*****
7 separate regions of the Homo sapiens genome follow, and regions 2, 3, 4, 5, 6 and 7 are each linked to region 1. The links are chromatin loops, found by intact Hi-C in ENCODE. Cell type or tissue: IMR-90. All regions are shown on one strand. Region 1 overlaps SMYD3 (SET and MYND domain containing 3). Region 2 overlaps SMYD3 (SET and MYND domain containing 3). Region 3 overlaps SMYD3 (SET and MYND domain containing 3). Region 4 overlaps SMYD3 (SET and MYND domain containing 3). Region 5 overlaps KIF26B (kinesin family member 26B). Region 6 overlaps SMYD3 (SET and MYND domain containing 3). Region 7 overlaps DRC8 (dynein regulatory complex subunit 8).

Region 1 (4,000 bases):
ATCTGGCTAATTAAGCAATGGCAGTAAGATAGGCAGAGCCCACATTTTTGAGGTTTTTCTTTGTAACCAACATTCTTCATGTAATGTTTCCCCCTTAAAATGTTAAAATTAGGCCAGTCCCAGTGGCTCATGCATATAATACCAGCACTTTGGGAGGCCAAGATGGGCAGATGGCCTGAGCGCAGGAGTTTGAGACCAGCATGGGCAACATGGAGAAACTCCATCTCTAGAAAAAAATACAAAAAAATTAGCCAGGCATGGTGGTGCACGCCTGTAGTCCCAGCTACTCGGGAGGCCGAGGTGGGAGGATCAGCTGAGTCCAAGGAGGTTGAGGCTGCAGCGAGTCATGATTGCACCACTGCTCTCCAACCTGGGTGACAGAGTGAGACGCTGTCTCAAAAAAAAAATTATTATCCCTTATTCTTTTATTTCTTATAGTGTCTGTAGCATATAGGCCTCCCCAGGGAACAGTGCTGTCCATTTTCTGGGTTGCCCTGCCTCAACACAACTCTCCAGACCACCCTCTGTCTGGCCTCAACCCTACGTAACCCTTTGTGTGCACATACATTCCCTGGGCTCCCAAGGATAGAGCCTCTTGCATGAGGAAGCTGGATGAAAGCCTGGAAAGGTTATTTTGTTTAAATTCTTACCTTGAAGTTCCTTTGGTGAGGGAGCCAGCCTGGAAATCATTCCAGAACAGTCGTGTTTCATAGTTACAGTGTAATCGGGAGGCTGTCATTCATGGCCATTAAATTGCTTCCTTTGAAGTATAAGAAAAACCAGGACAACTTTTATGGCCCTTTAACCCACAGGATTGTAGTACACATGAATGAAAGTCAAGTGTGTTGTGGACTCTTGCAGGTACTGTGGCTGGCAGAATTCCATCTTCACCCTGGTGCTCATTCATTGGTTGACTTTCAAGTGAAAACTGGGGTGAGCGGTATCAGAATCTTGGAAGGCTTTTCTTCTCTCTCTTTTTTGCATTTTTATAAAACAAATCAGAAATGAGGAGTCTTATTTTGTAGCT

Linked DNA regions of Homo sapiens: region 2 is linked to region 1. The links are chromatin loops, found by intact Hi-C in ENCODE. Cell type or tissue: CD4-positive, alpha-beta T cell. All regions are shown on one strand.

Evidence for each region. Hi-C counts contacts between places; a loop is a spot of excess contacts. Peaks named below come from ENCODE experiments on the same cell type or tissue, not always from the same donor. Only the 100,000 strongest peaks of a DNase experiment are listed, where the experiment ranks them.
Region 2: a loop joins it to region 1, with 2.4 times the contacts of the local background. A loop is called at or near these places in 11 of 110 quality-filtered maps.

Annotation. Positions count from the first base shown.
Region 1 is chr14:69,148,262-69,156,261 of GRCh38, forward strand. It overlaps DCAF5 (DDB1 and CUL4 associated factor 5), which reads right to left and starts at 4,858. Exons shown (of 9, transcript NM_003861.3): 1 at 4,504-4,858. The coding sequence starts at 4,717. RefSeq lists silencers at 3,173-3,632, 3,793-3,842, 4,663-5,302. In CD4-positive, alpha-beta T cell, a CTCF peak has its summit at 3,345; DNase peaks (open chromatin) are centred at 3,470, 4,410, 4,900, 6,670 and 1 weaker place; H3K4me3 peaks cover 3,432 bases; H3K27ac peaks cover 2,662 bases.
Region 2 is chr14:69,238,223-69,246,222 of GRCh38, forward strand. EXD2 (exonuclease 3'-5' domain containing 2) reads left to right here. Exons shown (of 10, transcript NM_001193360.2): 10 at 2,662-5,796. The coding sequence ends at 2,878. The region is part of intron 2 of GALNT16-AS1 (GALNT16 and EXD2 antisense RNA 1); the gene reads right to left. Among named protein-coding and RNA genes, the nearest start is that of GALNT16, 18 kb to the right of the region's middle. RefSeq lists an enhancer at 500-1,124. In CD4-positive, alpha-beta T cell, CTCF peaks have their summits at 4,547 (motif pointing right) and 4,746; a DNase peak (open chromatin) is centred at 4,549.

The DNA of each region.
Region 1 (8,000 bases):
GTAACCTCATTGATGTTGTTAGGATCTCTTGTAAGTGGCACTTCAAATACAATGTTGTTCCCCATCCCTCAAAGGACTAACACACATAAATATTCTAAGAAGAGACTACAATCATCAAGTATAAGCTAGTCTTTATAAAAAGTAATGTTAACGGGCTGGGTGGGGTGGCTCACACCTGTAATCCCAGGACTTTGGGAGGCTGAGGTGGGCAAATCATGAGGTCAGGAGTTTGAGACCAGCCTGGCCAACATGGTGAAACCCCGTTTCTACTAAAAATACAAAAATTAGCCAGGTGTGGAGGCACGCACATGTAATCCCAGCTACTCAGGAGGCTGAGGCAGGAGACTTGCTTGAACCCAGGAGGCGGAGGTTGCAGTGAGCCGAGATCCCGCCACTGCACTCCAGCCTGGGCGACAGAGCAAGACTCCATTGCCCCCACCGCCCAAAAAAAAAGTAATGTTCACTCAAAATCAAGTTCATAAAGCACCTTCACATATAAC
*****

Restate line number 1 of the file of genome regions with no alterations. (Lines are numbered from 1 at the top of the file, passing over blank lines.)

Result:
7 separate regions of the Homo sapiens genome follow, and regions 2, 3, 4, 5, 6 and 7 are each linked to region 1. The links are chromatin loops, found by intact Hi-C in ENCODE. Cell type or tissue: IMR-90. All regions are shown on one strand. Region 1 overlaps SMYD3 (SET and MYND domain containing 3). Region 2 overlaps SMYD3 (SET and MYND domain containing 3). Region 3 overlaps SMYD3 (SET and MYND domain containing 3). Region 4 overlaps SMYD3 (SET and MYND domain containing 3). Region 5 overlaps KIF26B (kinesin family member 26B). Region 6 overlaps SMYD3 (SET and MYND domain containing 3). Region 7 overlaps DRC8 (dynein regulatory complex subunit 8).